In utero or ex utero cord blood collection: which is better?
Article first published online: 8 OCT 2002
Volume 42, Issue 10, pages 1261–1267, October 2002
How to Cite
Lasky, Larry C., Lane, Thomas A., Miller, John P., Lindgren, B., Patterson, Heidi A., Haley, N. Rebecca. and Ballen, K. (2002), In utero or ex utero cord blood collection: which is better?. Transfusion, 42: 1261–1267. doi: 10.1046/j.1537-2995.2002.t01-1-00177.x
ARC = American Red Cross; CB = cord blood.
- Issue published online: 8 OCT 2002
- Article first published online: 8 OCT 2002
- Received for publication December 10, 2001; revised April 11, 2002 and accepted April 12, 2002.
BACKGROUND : The relative nucleated cell count of umbilical cord blood (CB) correlates with improved engraftment and survival. This study compares two collection methods to assess CB content, including cell numbers.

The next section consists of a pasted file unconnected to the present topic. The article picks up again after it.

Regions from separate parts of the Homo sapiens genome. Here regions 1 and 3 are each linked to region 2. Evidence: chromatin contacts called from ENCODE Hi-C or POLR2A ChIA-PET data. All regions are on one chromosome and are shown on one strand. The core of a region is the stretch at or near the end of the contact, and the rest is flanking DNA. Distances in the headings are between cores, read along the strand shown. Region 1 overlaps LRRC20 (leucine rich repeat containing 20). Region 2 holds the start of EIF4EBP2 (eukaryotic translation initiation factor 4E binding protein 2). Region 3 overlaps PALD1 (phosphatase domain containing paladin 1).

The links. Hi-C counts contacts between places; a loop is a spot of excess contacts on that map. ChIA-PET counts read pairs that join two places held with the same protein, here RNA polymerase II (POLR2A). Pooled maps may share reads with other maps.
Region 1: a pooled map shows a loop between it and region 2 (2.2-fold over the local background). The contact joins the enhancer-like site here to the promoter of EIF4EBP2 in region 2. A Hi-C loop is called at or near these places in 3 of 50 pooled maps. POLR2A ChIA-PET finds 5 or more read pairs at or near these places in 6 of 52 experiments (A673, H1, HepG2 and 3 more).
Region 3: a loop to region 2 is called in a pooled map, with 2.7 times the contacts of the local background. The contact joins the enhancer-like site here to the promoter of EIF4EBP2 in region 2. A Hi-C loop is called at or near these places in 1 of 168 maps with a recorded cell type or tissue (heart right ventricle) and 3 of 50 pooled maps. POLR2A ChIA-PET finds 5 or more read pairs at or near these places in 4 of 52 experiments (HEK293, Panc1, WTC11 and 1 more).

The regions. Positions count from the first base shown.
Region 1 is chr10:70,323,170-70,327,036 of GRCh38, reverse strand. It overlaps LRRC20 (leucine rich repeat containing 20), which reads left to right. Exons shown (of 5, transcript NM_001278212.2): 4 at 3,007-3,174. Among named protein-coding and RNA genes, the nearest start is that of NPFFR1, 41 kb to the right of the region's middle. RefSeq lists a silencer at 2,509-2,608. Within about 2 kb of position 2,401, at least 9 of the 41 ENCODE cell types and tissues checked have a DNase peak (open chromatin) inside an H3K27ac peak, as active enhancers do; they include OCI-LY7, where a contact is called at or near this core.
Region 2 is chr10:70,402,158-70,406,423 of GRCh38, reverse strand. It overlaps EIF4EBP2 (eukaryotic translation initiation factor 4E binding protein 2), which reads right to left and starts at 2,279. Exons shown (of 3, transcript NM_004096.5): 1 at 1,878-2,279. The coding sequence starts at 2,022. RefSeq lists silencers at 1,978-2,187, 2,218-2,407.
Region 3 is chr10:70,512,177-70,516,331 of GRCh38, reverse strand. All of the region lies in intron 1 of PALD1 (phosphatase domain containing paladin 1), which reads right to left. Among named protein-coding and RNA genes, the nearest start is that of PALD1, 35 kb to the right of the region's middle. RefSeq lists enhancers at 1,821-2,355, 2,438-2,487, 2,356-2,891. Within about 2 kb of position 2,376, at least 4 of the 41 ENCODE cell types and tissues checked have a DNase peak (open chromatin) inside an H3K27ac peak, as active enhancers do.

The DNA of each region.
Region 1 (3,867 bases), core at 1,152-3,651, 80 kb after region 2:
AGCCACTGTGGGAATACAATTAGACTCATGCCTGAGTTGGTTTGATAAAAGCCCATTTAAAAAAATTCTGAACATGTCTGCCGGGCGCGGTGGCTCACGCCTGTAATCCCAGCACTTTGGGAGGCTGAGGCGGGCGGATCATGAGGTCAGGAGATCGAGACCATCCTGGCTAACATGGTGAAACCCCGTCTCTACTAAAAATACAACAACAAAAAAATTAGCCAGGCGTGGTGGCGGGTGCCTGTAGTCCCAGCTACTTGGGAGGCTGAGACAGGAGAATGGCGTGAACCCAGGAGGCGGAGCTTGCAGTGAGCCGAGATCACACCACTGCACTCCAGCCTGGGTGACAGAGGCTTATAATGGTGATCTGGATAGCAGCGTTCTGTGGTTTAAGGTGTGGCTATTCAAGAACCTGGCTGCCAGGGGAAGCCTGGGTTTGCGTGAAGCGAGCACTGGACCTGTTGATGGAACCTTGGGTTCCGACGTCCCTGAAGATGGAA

STUDY DESIGN AND METHODS : The Massachusetts CB bank used trained obstetricians and midwives to collect CB in utero before the delivery of the placenta. The banks in California, Ohio, Oregon, and Minnesota used trained American Red Cross (ARC) personnel who collected CB ex utero after the delivery of the placenta. All banks processed CB by RBC sedimentation and volume reduction.
RESULTS : The volume and total nucleated cell count of collected CB before processing, as well as after processing CFU-GM and CD34+ cells, showed no advantage of either method. In utero collections resulted in more rejections of collected units (due to labeling problems, bacterial contamination, clotting, and delay between collection and processing) than ex utero collections. There were fewer medical exclusions after in utero collection.
CONCLUSION : CB can be collected successfully using either the in utero or ex utero methods; both methods produce comparable nucleated cell, MNC, CD34+, and CFU-GM numbers. Bacterial contamination, low volume, clotting, and delay until processing are generally higher with in utero collection.